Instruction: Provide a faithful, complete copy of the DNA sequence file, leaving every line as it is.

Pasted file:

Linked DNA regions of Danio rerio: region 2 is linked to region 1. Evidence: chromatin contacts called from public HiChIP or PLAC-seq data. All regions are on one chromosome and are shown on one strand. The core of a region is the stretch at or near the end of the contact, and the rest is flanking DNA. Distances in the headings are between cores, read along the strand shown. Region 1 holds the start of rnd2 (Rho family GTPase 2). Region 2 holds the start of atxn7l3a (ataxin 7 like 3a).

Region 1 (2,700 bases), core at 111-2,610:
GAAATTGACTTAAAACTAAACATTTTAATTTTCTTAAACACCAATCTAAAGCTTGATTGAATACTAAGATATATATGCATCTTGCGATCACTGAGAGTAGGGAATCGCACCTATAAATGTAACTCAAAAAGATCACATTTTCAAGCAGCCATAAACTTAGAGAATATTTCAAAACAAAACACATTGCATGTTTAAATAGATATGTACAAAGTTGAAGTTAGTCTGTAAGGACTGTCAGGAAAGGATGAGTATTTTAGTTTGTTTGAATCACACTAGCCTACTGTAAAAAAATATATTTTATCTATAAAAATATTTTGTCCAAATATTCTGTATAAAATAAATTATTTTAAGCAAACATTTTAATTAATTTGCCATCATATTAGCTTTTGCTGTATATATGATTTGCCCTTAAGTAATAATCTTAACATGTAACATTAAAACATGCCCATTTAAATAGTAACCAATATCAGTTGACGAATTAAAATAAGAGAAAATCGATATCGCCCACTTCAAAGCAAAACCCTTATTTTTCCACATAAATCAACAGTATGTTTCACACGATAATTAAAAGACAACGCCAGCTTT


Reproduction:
Linked DNA regions of Danio rerio: region 2 is linked to region 1. Evidence: chromatin contacts called from public HiChIP or PLAC-seq data. All regions are on one chromosome and are shown on one strand. The core of a region is the stretch at or near the end of the contact, and the rest is flanking DNA. Distances in the headings are between cores, read along the strand shown. Region 1 holds the start of rnd2 (Rho family GTPase 2). Region 2 holds the start of atxn7l3a (ataxin 7 like 3a).

Region 1 (2,700 bases), core at 111-2,610:
GAAATTGACTTAAAACTAAACATTTTAATTTTCTTAAACACCAATCTAAAGCTTGATTGAATACTAAGATATATATGCATCTTGCGATCACTGAGAGTAGGGAATCGCACCTATAAATGTAACTCAAAAAGATCACATTTTCAAGCAGCCATAAACTTAGAGAATATTTCAAAACAAAACACATTGCATGTTTAAATAGATATGTACAAAGTTGAAGTTAGTCTGTAAGGACTGTCAGGAAAGGATGAGTATTTTAGTTTGTTTGAATCACACTAGCCTACTGTAAAAAAATATATTTTATCTATAAAAATATTTTGTCCAAATATTCTGTATAAAATAAATTATTTTAAGCAAACATTTTAATTAATTTGCCATCATATTAGCTTTTGCTGTATATATGATTTGCCCTTAAGTAATAATCTTAACATGTAACATTAAAACATGCCCATTTAAATAGTAACCAATATCAGTTGACGAATTAAAATAAGAGAAAATCGATATCGCCCACTTCAAAGCAAAACCCTTATTTTTCCACATAAATCAACAGTATGTTTCACACGATAATTAAAAGACAACGCCAGCTTT